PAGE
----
You, the People: The United Nations, Transitional Administration, and State-Building

By Simon Chesterman | Go to book overview

Introduction

He who desires or attempts to reform the government of a state, and wishes to have it accepted and capable of maintaining itself to the satisfaction of everybody, must at least retain the semblance of the old forms; so that it may seem to the people that there has been no change in the institutions, even though in fact they are entirely different from the old ones.

Niccolò Machiavelli 1

This war is not as in the past; whoever occupies a territory also imposes on it his own social system. Everyone imposes his own system as far as his army can reach. It cannot be otherwise.

Josef Stalin 2

Is it possible to establish the conditions for legitimate and sustainable national governance through a period of benevolent foreign autocracy? This contradiction between ends and means has plagued recent efforts to govern post-conflict territories in the Balkans, East Timor, Afghanistan, and Iraq—just as it plagued the colonies and occupied territories that are their political forebears. Such state-building operations combine an unusual mix of idealism and realism: the idealist project that a people can be saved from themselves through education, economic incentives, and the space to develop mature political institutions; the realist basis for that project in what is ultimately military occupation.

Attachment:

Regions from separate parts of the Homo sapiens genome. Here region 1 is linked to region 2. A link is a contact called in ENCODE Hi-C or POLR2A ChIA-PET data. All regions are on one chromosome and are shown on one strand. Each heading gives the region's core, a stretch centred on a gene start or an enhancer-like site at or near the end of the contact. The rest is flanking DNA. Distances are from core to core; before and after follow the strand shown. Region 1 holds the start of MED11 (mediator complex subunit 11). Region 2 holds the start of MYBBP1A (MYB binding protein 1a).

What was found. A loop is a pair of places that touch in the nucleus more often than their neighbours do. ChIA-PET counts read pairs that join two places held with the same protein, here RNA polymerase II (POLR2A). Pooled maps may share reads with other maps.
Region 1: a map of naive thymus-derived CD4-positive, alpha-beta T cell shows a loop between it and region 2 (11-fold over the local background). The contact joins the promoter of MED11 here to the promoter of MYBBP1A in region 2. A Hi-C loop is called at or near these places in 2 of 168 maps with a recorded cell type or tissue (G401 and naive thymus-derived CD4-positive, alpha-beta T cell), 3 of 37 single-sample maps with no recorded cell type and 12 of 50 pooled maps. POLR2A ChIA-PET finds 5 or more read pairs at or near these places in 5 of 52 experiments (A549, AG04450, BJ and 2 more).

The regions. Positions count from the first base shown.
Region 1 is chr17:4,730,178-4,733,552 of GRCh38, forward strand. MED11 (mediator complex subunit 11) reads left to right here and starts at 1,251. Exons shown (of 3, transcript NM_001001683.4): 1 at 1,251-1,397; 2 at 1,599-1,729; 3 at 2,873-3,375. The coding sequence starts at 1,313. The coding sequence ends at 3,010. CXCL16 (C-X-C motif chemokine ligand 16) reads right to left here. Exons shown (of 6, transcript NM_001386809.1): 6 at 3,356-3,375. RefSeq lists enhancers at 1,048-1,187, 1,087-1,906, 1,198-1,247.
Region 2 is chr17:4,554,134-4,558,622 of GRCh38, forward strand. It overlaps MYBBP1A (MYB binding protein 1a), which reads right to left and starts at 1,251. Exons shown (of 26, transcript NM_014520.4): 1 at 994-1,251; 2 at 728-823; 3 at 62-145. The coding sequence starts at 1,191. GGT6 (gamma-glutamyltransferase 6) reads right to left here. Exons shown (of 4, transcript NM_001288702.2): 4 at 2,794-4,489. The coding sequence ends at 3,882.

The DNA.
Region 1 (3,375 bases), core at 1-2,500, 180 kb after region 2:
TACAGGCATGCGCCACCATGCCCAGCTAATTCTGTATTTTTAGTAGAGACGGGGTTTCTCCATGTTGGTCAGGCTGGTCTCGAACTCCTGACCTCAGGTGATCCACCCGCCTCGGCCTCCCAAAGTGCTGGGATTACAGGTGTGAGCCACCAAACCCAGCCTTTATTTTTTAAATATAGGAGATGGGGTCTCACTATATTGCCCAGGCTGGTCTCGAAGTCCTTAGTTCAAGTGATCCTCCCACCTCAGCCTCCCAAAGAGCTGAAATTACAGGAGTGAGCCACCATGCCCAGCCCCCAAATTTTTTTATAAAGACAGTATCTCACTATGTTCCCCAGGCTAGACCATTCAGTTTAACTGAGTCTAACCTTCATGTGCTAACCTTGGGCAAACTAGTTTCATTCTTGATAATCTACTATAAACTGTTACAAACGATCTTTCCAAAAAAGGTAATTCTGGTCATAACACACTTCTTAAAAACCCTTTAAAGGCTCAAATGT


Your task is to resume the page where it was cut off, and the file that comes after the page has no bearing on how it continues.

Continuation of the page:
In early 1995, chastened by the failed operation in Somalia, the failing operation in Bosnia and Herzegovina, and inaction in the face of genocide in Rwanda, UN Secretary-General Boutros Boutros-Ghali issued a conservative supplement to his more optimistic 1992 Agenda for

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You, the People: The United Nations, Transitional Administration, and State-Building
Table of contents

Table of contents

  • You, the People iii
  • Foreword v
  • Foreword vii
  • Chapter Outline ix
  • Contents xi
  • Acknowledgements xv
  • Abbreviations xviii
  • Introduction 1
  • 1: Colonies and Occupied Territories 11
  • 2: Power and Change 48
  • 3: Peace and Security 99
  • 4: Consultation and Accountability 126
  • 5: Justice and Reconciliation 154
  • 6: Relief and Reconstruction 183
  • 7: Elections and Exit Strategies 204
  • 8: 'You, the People' 236
  • Appendix 258
  • References 260
  • Index 286
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